- Notes in their own words or copy/paste?
- Because this is an initial project and the synthesis step is to use these facts to inform the development of a game rather than a written work. Copy/paste is okay.
- Notes in their own words and/or in quotations for direct quotes will be introduced in a project down the road when synthesis could more easily lead to citation issues.
Library Day #1: Research in Databases…
Teacher and Librarian Points of discussion on databases:
- Britannica School and World Book were treated like other databases for this project. They are “offset” here because in future projects they will get phased out. “In high school, we no longer cite tertiary sources like Britannica, World Book, or Wikipedia in our academic work…”
- We typically prefer to start with print books and ebooks before moving to research in databases. We couldn’t start our research in this order because we had two hurricane days and we couldn’t order our ebooks from Gale. When we got back to school, we were really busy and couldn’t get the order in. When Mr. Wee finally got around to placing the ebook order, he miscalculated the time difference between HST and EST and Gale was closed for Labor Day weekend. Basically, we didn’t have access to the eBooks we needed on the first day of the project and we didn’t have enough print resources for an entire class to use at the same time. #LastMinuteLibrarian #Fail
Library Day 2: eBooks and Books…
Getting Meta with the Research Process…
While much of the work (as our projects often are) in our library lesson time was location & access and note taking heavy, we also always want to incorporate some “meta-discussion” on our research process and use of information so students begin building mental maps about the research process.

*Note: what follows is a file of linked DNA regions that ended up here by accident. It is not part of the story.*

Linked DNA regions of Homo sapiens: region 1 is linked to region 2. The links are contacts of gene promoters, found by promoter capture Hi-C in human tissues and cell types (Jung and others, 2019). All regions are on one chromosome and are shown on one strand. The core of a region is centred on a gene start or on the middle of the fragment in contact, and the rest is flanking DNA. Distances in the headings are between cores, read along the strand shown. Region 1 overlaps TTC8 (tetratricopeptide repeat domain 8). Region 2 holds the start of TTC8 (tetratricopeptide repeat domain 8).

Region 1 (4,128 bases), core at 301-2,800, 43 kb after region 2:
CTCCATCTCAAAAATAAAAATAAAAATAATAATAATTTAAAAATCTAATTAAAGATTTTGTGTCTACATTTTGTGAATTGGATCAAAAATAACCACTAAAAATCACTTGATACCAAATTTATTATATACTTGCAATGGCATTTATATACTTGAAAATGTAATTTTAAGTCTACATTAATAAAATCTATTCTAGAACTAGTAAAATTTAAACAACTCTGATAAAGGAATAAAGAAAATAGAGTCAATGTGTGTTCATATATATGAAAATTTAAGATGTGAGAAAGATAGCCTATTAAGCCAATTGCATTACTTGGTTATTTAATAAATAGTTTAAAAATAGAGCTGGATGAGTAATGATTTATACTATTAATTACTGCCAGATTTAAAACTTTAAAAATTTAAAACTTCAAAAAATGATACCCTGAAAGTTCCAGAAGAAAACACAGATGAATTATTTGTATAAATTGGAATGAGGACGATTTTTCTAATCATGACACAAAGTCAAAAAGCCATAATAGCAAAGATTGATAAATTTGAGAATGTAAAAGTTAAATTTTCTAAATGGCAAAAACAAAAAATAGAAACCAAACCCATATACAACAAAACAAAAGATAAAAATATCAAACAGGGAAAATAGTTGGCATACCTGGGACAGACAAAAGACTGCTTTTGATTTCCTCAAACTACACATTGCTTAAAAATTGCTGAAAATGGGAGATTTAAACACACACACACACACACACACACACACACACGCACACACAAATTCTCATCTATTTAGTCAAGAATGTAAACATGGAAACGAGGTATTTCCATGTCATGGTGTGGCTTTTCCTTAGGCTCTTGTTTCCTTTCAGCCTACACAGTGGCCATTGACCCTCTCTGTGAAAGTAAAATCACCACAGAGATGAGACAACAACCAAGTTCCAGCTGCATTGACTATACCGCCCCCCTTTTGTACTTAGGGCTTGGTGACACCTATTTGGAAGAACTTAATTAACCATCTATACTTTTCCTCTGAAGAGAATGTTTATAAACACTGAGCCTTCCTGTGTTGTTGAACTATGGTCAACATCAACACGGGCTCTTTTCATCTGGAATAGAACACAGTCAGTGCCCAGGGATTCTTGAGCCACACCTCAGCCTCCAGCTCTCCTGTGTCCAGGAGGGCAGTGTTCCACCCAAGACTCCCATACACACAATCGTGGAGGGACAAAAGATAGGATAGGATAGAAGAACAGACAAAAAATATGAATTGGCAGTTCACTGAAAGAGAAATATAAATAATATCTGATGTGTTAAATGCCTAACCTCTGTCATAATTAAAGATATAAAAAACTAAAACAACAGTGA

On day two, we took some time to discuss the metacognitive framework of the research process.
Developing Literacies is a LONG Game…
Research on Babylon uncovered An Eyewitness To Mighty Ancient Babylon by Herodotus. Mr. Cheever paused their work to have a short discussion with the class on how, as learners in a connected world, we MAKE MEANING and come to OUR OWN understanding of our world from the information we find. “We don’t have video, photos, and we can’t interview an ancient Babylonian ourselves so how do we know what is ‘true’?”
A recent Quartz article, “A Philosopher of Truth Says We’re not Living in a “Post-truth” World After All,” discusses how, in our connected world, the struggle we have in helping our students arrive at “truth with a capital T.” The article’s conclusion, if I’m reading it correctly, is that we have to learn to be comfortable with “understandings” of the world that are based, not on a big T truth, but rather on many small truths that we triangulate and contextualize to come to a thoughtful “understanding.”
As Mr. Cheever had his discussion with his class, I thought back to the “learner profile” to which our library program aspires, and I thought, “In terms of information literacy instruction, THIS MOMENT RIGHT NOW, is the point of all that collaboration, resource management, note taking template building, Libguide creation, scheduling, and all the rest of the frustrating things we endure to make programming happen! THIS MOMENT RIGHT NOW IS WHAT THAT IS ALL FOR, AND WHAT WE WANT TO HAPPEN!“
Are our 14-year old frosh independently “information literate” as a result of this one project and that one discussion? Of course not because building an information literate human being is a long game and we won’t get there with a single step, but it’s a start that made me smile as I walked to my car at the end of the day, for sure!
At the end of what has been an exhausting first month of school, I must say that one thing for which I feel so incredibly grateful is that I get to work with teachers that let us play this long game with them!
Happy new school year, all!